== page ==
Dr. Chiagouris' report states near the outset: "In order to provide as accurate assessment [sic] as possible, a number of documents were requested of both Coors Brewing Company and Carol H. Williams advertising [sic]. Specifically, in conjunction with interrogatories directed at both parties, Coors Brewing Company was asked for 29 items and Carol H. Williams was asked for 12 items. These items or documents, if made available, would have provided substantial insight into the process of assessing the impact of the advertising . . . It should be noted that most of the information requested of these two parties has not been provided by them. I will therefore proceed with my opinion in the absence of the necessary information previously requested. In so doing, my opinion is based on the limited information that was provided to me."*fn24
In other words, Dr. Chiagouris' opinion was rendered without the information that he regarded as necessary. I accept him at his word on the issue of necessity. But I do not accept that the lack of the necessary information justifies receipt into evidence of his best guess in its absence. Expert testimony must be reliable, which usually means that it must rest on appropriate data. The lack of appropriate data, whatever the reason, does not justify the receipt in evidence of unreliable, unsubstantiated expert testimony. To whatever extent plaintiff was dissatisfied with defendants' compliance with discovery requests, it was entitled to seek relief from the Court.
Next, it is plain from Dr. Chiagouris' report that he has no empirical basis for the assumption that the billboards each were displayed for 12 months. By his own admission, "[t]here is no standard amount of time that billboards stay up in view of the public." Yet his opinion rests heavily on the unsupported 12 month assumption.
Finally, there is absolutely no data to support the implicit assumption underlying the opinion that the impact of this advertising -- which was formulated by a specialized advertising agency precisely to focus on African American consumers, although perhaps not to the entire exclusion of others -- was the same on African American and all other viewers of the billboards.
(3) The Reliability of the Opinion
Even putting aside Dr. Chiagouris' lack of pertinent qualifications and the lack of reliable data undergirding his opinion, we have the opinion itself and its internal logic. Stripped to essentials, Dr. Chiagouris proposes to testify that the fraction of the total 2002 profits of Coors Light attributable to the use of the allegedly infringing image on however many billboards were displayed for however many weeks was equal to the fraction that the aggregate population of the cities in which at least one billboard was displayed was of the entire population of the United States. This simply is not reliable expert testimony, as is evident from the following hypothetical.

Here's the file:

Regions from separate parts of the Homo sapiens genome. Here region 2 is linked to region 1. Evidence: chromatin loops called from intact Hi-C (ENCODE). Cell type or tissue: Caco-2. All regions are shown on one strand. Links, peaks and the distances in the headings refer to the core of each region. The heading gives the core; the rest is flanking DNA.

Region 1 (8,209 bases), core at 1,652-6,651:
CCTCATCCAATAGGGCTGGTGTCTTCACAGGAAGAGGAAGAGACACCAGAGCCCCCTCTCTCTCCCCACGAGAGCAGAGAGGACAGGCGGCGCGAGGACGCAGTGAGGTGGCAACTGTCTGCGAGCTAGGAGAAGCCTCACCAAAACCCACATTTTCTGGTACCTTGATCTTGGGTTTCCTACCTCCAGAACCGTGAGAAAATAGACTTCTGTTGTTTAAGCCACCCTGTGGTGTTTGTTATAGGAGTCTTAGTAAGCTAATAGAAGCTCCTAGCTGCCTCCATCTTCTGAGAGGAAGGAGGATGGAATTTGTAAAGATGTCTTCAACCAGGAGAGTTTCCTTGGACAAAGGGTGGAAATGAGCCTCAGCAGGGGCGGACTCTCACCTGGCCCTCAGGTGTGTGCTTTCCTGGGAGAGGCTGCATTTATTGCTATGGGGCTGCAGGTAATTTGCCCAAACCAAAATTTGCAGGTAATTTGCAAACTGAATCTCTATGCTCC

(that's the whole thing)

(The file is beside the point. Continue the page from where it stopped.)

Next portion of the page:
Suppose that one billboard bearing the allegedly infringing image was displayed for two weeks in an obscure location in Tottenville, which is at the southern tip of Staten Island, and that no others were displayed in the City of New York. The logic of Dr. Chiagouris' opinion nevertheless would lead inevitably to the conclusion that the share of Coors Light 2002 U.S. profits of $803.4 million attributable to the alleged infringement would be same percentage of that sum as the entire population of New York City (approximately 8 million) would be to the population of the United States (281.4 million) -- i.e., 2.8 percent or $22.9 million. And it does so regardless of what proportion of Coors Light sales were in New York City (or Staten Island or Tottenville), regardless of how much traffic passed that billboard, and regardless of a host of other variables that would have an important bearing.
None of this is to say that reliable expert testimony could not have been developed on precisely the point Dr. Chiagouris purports to address. For example, and without limiting the possibilities, there are means of determining the quantitative impact of billboard advertising in general and of particular billboard advertisements. Indeed, a properly designed survey of the sort that are common in trademark and trade dress infringement litigation easily could have been used to develop evidence as to whether and to what extent the allegedly infringing image, as opposed to other images or other billboards altogether, was likely to have influenced consumer behavior. Regardless of the existence of such alternatives, however, this proposed testimony does not get over the Daubert threshold.
C. The Alternative Relief
The Court declines to resolve in limine plaintiff's request for a ruling that evidence of defendant Coors Brewing Company's gross receipts from the sale of Coors Light Beer in the United States in 2002 would meet plaintiff's burden of proof of damages under 17 U.S.C. § 501 [sic].
Plaintiff next asks that the Court take judicial notice of the total and African American populations of 18 cities and of other unspecified demographics as reported on a Census Bureau Internet web site. In support of that application, he relies on Exhibit G to the moving affidavit, which appears to contain 44 pages of Census data. Neither the relevance of nor the need for all of this data is clear, and plaintiff has made no effort to explain it. Nor, for that matter, has plaintiff focused on the real issue, which is whether the data, even if judicially noticed, would be admissible over hearsay objection. But there is no occasion to resolve these matters now, as the Court has every reason to believe that the parties can work this out.
Finally, the Court may permit the distribution of hard copies of certain photographs to the jury, but it is impossible to determine from plaintiff's papers what he proposes to do. Accordingly, this cannot be resolved in the present context.
The motion for reconsideration and other relief (DI 89) is denied in all respects. The evidentiary matters raised in the prayer for alternative relief may be raised in a more concrete way at trial.